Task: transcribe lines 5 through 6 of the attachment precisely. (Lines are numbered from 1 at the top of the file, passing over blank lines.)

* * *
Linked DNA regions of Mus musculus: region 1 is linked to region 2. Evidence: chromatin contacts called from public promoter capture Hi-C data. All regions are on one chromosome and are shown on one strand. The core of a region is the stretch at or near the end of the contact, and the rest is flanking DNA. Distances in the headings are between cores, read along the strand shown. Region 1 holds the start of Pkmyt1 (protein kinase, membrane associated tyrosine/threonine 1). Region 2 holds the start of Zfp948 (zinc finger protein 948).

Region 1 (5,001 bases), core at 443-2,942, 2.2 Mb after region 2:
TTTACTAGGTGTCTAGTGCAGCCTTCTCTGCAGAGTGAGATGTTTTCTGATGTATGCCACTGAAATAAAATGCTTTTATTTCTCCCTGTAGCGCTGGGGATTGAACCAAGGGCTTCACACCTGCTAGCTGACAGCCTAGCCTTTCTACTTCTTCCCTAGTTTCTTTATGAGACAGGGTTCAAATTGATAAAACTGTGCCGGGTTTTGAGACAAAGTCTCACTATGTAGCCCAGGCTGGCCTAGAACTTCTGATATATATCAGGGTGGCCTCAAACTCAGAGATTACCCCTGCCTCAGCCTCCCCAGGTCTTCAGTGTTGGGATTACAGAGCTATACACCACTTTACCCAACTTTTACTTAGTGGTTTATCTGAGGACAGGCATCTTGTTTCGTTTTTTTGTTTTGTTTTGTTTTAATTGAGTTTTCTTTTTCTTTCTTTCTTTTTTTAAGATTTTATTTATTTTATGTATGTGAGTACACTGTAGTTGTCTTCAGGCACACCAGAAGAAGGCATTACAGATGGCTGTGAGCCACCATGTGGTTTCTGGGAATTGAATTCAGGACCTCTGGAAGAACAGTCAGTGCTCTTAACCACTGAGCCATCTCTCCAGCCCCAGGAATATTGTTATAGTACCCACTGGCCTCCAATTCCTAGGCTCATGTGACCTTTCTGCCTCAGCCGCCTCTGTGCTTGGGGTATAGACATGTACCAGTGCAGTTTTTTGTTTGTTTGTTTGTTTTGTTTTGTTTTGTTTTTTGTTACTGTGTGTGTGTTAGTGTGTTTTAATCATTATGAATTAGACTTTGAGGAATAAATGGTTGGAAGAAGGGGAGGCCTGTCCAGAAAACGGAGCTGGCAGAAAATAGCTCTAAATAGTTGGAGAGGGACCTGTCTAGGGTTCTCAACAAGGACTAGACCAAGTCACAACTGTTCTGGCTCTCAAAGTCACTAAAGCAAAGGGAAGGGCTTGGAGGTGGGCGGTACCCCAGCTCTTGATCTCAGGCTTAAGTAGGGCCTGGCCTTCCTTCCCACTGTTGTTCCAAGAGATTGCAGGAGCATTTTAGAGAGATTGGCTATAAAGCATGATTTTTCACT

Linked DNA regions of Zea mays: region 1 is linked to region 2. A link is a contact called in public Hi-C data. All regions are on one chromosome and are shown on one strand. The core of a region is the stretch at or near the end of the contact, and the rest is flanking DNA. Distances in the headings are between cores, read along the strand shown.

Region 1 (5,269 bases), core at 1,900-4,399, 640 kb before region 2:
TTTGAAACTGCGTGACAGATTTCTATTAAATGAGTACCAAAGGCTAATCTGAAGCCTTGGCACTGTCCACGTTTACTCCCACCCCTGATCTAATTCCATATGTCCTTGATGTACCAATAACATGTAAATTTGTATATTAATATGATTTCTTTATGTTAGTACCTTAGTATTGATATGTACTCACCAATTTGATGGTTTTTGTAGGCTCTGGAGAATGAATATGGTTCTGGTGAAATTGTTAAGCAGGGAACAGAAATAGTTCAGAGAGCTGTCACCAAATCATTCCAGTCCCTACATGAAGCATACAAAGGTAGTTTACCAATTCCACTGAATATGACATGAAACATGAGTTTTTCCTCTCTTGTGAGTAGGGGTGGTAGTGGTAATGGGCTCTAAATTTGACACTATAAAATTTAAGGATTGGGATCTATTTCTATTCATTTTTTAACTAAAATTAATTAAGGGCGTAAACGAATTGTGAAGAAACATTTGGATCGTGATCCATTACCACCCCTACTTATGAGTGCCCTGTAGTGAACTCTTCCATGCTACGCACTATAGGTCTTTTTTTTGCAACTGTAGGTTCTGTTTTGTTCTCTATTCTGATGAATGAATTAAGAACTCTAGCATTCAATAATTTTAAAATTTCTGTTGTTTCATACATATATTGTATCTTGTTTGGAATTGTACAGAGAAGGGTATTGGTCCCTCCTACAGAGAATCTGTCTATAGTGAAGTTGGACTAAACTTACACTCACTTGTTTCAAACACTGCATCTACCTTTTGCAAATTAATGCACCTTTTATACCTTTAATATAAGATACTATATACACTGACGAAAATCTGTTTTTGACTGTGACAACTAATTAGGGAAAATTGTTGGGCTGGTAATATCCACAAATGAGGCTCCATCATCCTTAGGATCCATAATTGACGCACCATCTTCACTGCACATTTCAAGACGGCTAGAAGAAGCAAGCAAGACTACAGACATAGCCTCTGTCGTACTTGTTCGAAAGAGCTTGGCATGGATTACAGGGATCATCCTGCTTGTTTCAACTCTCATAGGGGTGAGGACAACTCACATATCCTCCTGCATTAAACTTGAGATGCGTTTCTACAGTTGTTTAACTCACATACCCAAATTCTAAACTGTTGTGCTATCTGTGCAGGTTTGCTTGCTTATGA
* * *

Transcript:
Region 1 (5,269 bases), core at 1,900-4,399, 640 kb before region 2:
TTTGAAACTGCGTGACAGATTTCTATTAAATGAGTACCAAAGGCTAATCTGAAGCCTTGGCACTGTCCACGTTTACTCCCACCCCTGATCTAATTCCATATGTCCTTGATGTACCAATAACATGTAAATTTGTATATTAATATGATTTCTTTATGTTAGTACCTTAGTATTGATATGTACTCACCAATTTGATGGTTTTTGTAGGCTCTGGAGAATGAATATGGTTCTGGTGAAATTGTTAAGCAGGGAACAGAAATAGTTCAGAGAGCTGTCACCAAATCATTCCAGTCCCTACATGAAGCATACAAAGGTAGTTTACCAATTCCACTGAATATGACATGAAACATGAGTTTTTCCTCTCTTGTGAGTAGGGGTGGTAGTGGTAATGGGCTCTAAATTTGACACTATAAAATTTAAGGATTGGGATCTATTTCTATTCATTTTTTAACTAAAATTAATTAAGGGCGTAAACGAATTGTGAAGAAACATTTGGATCGTGATCCATTACCACCCCTACTTATGAGTGCCCTGTAGTGAACTCTTCCATGCTACGCACTATAGGTCTTTTTTTTGCAACTGTAGGTTCTGTTTTGTTCTCTATTCTGATGAATGAATTAAGAACTCTAGCATTCAATAATTTTAAAATTTCTGTTGTTTCATACATATATTGTATCTTGTTTGGAATTGTACAGAGAAGGGTATTGGTCCCTCCTACAGAGAATCTGTCTATAGTGAAGTTGGACTAAACTTACACTCACTTGTTTCAAACACTGCATCTACCTTTTGCAAATTAATGCACCTTTTATACCTTTAATATAAGATACTATATACACTGACGAAAATCTGTTTTTGACTGTGACAACTAATTAGGGAAAATTGTTGGGCTGGTAATATCCACAAATGAGGCTCCATCATCCTTAGGATCCATAATTGACGCACCATCTTCACTGCACATTTCAAGACGGCTAGAAGAAGCAAGCAAGACTACAGACATAGCCTCTGTCGTACTTGTTCGAAAGAGCTTGGCATGGATTACAGGGATCATCCTGCTTGTTTCAACTCTCATAGGGGTGAGGACAACTCACATATCCTCCTGCATTAAACTTGAGATGCGTTTCTACAGTTGTTTAACTCACATACCCAAATTCTAAACTGTTGTGCTATCTGTGCAGGTTTGCTTGCTTATGA